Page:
• Percy catching Annabeth when she nearly falls off Olympus becomes cringe worthy after the events of the third The Heroes of Olympus book, Mark of Athena, where he catches her again while she's being dragged by Arachne's threads into Tartarus and this time around, he chooses to fall with her.
    • Promise (which seems to be the Arc Words in Luke's life), after reading The Diary of Luke Castellan.
    • The tense relationship between Nico and Percy becomes downright depressing after The House of Hades, where it's revealed Nico was hiding his true feelings about Percy.
    • It's easy to miss it, but in his introduction scene, Mr. D quips how his father (Zeus) likes punishing him. This is bad enough but it becomes ten times worse when you read the Trials of Apollo.
  • Hilarious in Hindsight:
    • "She made blue waffles and blue eggs for breakfast."
    • Tyson, a teenage boy, has a fondness for ponies.
      • For that matter, the fact that he named a hippocampus that he developed a particular attachment to "Rainbow".
      • It is mentioned that monsters (which Tyson technically is) age differently from mortals and he is, sort of, a child.
    • Towards the end of The Lightning Thief, Grover speculates that he will be reborn as a flower. Along comes Undertale, a video game which also involves a young, sweet-natured goat-like creature dying and being reborn as a flower.
      • In the same videogame, what happens to a monster if you kill them? They turn into golden dust- just like in this series.
    • Chiron's cover as Mr. Brunner is a teacher in a wheelchair. In the Nasuverse, the Heroic Spirit Chiron is summoned into a certain Holy Grail War by Fiore, a mage in a wheelchair.
  • Ho Yay:
  • Inferred Holocaust: In the first book when Percy, Annabeth, and Grover face Hades, the god of the dead becomes so enraged that he causes not one but two earthquakes, and Percy remarks that it will not have been a peaceful night in L.A. When the kids resurface, Los Angeles is burning. No casualty numbers are given, but it could qualify as a "Funny Aneurysm" Moment, as Hades had just finished complaining about how the Underworld was overcrowded and didn't need more subjects. Kinda ironic.
    • Manhattan sounds pretty bad by the end of the last book. Everyone had fallen asleep, which probably includes people who were cooking things, people who were in the hospital getting surgery, etc. And Fifth Avenue is a disaster.
  • I Knew It!: Who is the lightning thief? Could it possibly be Luke, the swordsman who is a son of the god of thieves, and has a scar running across his face?
  • Launcher of a Thousand Ships: Percy Jackson, of course. Be they mortal, demigod, god, or monster, Percy has been shipped with practically every named character in the series.
  • Les Yay: Silena and Clarisse, Annabeth and Thalia, Zoë and Bianca. And just... the Hunters as a whole.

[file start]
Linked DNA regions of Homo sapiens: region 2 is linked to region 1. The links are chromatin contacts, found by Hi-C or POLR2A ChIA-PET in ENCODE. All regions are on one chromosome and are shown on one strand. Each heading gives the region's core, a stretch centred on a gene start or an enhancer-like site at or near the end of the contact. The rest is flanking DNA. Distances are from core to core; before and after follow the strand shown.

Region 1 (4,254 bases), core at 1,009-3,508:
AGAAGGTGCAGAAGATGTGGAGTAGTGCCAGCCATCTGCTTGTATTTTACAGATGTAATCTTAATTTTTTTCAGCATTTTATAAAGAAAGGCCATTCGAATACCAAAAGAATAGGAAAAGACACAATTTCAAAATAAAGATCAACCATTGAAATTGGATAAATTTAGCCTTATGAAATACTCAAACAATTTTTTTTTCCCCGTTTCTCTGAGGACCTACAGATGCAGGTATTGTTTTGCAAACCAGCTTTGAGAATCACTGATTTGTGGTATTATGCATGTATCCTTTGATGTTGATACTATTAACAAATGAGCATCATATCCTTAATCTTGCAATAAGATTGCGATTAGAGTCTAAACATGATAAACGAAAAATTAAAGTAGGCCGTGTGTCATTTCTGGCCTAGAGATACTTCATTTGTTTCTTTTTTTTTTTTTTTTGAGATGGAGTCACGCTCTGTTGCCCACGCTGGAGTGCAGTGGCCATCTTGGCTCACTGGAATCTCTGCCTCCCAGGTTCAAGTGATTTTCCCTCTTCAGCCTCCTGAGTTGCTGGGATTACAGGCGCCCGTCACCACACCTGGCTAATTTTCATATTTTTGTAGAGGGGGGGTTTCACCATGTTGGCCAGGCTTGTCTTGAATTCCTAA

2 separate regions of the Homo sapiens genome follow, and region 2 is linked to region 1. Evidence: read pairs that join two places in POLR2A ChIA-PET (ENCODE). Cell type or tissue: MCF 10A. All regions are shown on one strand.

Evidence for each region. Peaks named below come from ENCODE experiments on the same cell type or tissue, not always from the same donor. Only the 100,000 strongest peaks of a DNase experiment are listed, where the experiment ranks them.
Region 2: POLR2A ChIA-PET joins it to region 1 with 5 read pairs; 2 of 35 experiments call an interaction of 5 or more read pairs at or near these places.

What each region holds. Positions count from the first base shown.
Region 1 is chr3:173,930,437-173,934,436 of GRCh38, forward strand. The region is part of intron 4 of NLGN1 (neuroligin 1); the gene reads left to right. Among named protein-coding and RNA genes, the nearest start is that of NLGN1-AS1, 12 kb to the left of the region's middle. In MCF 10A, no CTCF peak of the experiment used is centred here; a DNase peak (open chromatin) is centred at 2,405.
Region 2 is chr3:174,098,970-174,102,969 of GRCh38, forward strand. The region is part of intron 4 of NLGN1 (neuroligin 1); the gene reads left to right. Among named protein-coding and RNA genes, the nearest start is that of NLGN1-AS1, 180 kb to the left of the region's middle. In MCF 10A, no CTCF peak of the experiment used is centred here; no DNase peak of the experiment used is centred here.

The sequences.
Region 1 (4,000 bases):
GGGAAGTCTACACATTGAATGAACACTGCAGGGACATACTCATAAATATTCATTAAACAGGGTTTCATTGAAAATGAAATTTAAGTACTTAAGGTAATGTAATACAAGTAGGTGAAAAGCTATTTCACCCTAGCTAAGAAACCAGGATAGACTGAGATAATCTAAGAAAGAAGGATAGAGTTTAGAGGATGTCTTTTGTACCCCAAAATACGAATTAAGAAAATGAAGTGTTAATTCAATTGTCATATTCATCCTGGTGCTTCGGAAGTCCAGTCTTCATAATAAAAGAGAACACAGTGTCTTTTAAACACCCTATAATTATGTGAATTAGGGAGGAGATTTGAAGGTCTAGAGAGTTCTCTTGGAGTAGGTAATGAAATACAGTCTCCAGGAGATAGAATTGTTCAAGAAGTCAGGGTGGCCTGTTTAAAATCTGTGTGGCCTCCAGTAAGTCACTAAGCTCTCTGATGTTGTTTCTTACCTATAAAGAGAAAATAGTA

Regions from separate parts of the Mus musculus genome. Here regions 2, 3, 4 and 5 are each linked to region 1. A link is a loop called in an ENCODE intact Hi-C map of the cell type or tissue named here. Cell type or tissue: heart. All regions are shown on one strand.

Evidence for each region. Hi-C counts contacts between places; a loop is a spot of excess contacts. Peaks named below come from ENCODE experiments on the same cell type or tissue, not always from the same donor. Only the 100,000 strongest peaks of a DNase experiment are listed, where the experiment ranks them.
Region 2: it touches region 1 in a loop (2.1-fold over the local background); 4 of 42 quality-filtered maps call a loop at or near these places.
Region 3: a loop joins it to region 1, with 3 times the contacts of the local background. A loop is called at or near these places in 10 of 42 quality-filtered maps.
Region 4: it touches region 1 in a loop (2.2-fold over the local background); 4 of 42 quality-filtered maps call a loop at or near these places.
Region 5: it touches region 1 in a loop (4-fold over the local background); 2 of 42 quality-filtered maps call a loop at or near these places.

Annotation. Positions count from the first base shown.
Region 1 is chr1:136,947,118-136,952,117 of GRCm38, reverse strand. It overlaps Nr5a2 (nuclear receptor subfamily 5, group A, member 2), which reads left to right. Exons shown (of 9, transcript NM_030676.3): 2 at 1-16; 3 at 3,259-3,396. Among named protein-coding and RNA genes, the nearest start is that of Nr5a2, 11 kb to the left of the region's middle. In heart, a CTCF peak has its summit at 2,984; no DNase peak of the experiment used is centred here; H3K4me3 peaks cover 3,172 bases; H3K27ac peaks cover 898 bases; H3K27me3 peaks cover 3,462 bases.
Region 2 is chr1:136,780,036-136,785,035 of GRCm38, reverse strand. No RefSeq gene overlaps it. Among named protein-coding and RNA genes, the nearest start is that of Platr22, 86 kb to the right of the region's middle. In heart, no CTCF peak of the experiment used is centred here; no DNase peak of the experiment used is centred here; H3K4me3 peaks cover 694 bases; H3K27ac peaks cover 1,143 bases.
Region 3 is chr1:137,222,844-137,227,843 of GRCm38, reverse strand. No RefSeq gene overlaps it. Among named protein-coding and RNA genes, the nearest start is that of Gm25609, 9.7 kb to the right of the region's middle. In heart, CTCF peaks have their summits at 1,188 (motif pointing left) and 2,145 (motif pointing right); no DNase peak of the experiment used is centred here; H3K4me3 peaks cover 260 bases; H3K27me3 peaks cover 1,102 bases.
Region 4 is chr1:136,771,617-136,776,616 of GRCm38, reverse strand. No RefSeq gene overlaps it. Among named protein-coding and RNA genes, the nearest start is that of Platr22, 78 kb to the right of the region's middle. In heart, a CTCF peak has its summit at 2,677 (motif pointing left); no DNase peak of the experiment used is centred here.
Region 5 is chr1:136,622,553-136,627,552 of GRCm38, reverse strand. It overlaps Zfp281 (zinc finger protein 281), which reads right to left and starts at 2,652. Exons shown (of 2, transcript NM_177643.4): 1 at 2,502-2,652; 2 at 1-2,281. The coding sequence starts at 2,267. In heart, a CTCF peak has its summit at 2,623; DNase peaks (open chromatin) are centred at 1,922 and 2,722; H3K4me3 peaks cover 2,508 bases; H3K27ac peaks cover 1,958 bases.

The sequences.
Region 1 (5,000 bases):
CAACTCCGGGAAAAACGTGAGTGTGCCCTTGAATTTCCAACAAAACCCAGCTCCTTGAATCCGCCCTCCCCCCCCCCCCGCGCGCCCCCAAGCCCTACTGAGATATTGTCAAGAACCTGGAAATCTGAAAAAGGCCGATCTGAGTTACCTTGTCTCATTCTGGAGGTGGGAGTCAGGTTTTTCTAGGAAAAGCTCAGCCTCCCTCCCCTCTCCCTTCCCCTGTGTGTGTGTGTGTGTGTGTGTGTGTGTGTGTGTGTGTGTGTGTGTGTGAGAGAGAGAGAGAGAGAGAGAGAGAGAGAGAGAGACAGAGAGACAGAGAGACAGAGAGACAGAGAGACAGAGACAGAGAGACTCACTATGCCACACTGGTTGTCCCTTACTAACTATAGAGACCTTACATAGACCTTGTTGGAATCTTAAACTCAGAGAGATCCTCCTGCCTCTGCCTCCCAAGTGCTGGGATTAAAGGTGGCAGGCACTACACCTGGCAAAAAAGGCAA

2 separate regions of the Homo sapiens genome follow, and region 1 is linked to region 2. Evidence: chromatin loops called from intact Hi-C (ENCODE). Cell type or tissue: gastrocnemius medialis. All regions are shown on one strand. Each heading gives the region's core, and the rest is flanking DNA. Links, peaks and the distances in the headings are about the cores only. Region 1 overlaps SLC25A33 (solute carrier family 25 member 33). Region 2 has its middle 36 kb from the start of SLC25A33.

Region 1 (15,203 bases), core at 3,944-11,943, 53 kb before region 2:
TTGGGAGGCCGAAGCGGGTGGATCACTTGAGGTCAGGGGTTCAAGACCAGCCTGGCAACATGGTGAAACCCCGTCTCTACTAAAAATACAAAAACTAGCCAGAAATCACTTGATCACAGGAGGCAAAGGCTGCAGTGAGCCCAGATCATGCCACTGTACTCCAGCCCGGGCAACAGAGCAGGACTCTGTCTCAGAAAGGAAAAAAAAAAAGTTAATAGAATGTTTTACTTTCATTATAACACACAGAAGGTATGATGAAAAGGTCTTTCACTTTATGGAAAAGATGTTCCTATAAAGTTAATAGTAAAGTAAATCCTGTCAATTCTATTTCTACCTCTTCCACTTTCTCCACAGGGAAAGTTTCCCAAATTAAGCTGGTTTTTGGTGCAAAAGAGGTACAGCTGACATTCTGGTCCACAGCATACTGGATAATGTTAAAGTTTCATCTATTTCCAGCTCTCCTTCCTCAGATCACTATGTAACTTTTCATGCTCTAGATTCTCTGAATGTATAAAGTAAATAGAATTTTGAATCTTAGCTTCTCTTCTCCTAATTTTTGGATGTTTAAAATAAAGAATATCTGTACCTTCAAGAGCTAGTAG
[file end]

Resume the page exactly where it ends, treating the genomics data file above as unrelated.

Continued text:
• Clarisse and Silena in particular considering they play out the relationship between Achilles and Patroclus to its tragic conclusion. And we all know about them.
  • Magnificent Bastard: Luke Castellan, while introduced as a friendly mentor figure, is The Dragon to Kronos. Holding a resentment towards the gods due to feeling abandoned by his father, Hermes, Luke manipulated countless other demigods into joining Kronos's forces, convincing Silena Beauregard to act as his spy by tricking her into believing nobody at camp would get hurt. Under Kronos's orders, Luke steals both Zeus's Master Bolt and Hades's Helm of Darkness in an attempt to start a war between the gods, convincing Ares to help him when the war god catches him. In The Lightning Thief, when Percy is claimed by Poseidon, Luke summons a hellhound to trick Percy and Chiron into believing that Hades is the true culprit. When Percy succeeds in his quest to find and return Zeus's Master Bolt, Luke lures Percy into the woods and poisons him with a pit scorpion, not taking the risk Percy beating him in a fight. In The Titans Curse, to have her serve as bait for the goddess, Artemis, Luke risks his life by holding the sky to trick Annabeth into taking his place when she holds it to save his life. In The Battle of the Labyrinth, Luke persuades the inventor, Daedalus, into giving him the string of Ariadne so that he can find a route for Kronos's forces to invade Camp Half-Blood. Luke later allows the spirit of Kronos to take over his body after gaining nigh-invulnerability from the River Styx. Despite Luke's manipulative nature, he truly believed he was doing what was best for demigods, and when he realized how much he hurt Annabeth, ends his own life to stop Kronos.
  • Narm: There's a reason why Antonio Caparo's art for the series is reviled, with special mention often being given to his artwork of Nico.
  • Periphery Demographic: Because of Riordan's attention to detail, some people who're outside the target demographic of young adults find enjoyment in these works.
  • Rewatch Bonus: For those that read the sequel series, every single scene regarding Nico and Percy takes on a new meaning once you learn Nico had a crush on Percy since the day he was rescued.
  • Sailor Earth: With the sheer number of Greek Gods, major and minor, with dozens or hundreds of unclaimed children with many of them fighting on the side of Kronos it is very easy to begin imagining any number of demigod characters. This got taken even further with the advent of the gods' Roman counterparts, creating even more possibilities.
  • The Un-Twist: The fulfilling of the prophecy in The Titan's Curse It says "One will be lost" and everybody assumes it means someone will die. But it never outright states dying, so with the usual Prophecy Twist you could expect Bianca to be lost and later found. It turns out she gets Killed Off for Real.
  • What an Idiot!: Several examples in the first book:
  • The Woobie: Everyone not named Gabe, Ares, or Kronos:
    • Luke's mother, May Castellan, also deserves a special mention here.
    • In The Last Olympian, the narration actually says that Hermes "looked like he needed a hug." If that's not baiting woobiedom, nothing is.
    • MRS. JACKSON. Ridiculously nice, sweet, and caring, and yet gets get stuck with an abusive slob of a husband and serious financial problems. Luckily, things get much better.